I still regularly bump up against a number of issues in Rails I don’t like but Rails is opinionated software so I’m learning to live with that. Either code around it or figure out the way Rails wants you to behave.
A lot of Rails is, of course, very well designed and thought through. One thing that has turned out to be pretty smart for me is the way it handles certain form fields data from a get/post request.
If you send a request to the Rails engine with data like “property[id]” it knows you’re talking about a table property with a field id. That’s not novel – I used similar syntax building web apps in 1995. Rails however also add this behavior:
This says that the value associated with this key should be converted into an array. So if there are multiple such keys in the request object, they are serialized into an array which you can pull out in your controller code.. Example (get or post works):
In the controller you can access this by
values = params['property']['amenity_type_id'] values # => Array containing ['1','3','9']
Makes it easy to solve certain problems. But importantly you can also send “double values” as a single value, such as:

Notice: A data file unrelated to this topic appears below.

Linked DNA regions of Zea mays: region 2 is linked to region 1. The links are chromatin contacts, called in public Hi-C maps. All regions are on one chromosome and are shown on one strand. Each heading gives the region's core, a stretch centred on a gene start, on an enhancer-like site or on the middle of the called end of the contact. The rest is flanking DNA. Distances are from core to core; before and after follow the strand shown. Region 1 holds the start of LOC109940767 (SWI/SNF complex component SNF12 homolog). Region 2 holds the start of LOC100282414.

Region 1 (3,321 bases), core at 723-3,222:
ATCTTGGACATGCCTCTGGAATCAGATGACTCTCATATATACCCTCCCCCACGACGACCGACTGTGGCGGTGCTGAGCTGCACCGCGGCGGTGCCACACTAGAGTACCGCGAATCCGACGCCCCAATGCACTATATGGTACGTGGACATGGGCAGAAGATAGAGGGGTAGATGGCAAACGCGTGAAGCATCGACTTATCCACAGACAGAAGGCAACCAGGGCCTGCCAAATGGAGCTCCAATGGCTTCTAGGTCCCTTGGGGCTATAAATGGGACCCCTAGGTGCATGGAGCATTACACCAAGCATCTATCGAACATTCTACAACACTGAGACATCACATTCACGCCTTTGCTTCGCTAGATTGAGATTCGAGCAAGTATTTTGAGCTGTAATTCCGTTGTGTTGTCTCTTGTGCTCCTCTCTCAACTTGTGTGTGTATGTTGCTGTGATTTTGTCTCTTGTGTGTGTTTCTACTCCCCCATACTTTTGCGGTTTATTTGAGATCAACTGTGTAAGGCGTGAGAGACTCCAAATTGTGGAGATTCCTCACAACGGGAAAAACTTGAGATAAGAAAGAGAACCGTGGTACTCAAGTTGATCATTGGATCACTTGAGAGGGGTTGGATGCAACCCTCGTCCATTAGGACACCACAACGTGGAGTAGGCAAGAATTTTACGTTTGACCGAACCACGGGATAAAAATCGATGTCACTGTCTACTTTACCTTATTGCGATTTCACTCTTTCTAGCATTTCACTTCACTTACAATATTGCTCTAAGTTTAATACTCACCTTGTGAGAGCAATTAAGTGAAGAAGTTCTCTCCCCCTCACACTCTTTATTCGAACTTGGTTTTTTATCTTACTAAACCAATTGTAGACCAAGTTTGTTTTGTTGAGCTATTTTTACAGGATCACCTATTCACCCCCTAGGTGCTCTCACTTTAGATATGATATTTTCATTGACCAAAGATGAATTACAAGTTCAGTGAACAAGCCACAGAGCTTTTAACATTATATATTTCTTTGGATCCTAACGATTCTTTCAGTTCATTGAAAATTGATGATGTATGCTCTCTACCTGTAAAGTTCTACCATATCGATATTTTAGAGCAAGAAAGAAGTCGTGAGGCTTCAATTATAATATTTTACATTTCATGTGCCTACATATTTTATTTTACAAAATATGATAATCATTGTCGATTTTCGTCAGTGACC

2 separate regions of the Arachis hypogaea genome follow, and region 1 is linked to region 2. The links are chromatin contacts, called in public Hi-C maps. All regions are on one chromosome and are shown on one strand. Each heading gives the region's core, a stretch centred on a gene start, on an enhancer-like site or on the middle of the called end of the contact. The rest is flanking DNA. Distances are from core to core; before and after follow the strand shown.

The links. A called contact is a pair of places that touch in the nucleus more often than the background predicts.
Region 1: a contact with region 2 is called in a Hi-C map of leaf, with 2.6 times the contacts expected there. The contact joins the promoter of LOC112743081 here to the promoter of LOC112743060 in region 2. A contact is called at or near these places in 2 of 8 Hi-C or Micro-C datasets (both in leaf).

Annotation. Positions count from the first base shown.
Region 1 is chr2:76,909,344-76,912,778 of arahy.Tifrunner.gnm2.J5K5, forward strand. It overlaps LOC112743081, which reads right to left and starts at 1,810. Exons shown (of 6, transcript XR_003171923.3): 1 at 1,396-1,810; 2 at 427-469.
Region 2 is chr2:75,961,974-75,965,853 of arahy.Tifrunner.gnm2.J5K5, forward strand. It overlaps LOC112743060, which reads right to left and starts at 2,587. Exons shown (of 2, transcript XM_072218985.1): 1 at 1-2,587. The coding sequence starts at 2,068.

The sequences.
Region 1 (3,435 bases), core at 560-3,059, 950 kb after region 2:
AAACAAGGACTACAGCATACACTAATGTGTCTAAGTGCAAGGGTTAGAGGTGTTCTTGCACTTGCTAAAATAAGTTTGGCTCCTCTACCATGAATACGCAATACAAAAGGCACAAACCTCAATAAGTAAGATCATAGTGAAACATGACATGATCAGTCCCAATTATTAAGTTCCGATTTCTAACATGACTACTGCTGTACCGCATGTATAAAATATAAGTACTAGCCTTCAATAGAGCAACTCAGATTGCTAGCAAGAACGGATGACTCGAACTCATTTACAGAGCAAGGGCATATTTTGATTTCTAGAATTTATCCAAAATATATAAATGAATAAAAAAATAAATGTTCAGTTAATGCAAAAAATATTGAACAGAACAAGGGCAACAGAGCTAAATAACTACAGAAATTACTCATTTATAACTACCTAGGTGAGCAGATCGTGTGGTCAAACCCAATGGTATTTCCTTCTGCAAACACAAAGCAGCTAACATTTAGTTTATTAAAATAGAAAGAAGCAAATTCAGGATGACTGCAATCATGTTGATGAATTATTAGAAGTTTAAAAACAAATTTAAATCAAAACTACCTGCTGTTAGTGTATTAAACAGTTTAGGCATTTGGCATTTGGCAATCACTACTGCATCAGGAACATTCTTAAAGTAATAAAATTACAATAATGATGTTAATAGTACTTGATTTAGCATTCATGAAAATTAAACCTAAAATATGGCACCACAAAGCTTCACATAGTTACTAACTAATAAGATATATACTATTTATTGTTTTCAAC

values # => Array containing ['1,2','3','9']
Issuing this statement:
values = values.join(',').
# => yields ['1','2','3','9']
Handy for when you want a single checkbox or select list to return two values into the resulting array.. This also makes it easy to combine select lists, checkboxes and radio buttons all contributing data into a single backend location..
Another article/program that may be of interest is DeepMerge. This is a hash utility largely designed to make managing complex structures coming from the params object easier to cope with. Specifically, if you make a habit of stuffing params elements into session, and then want to update those elements in session with new data from params on a subsequent post, DeepMerge is for you.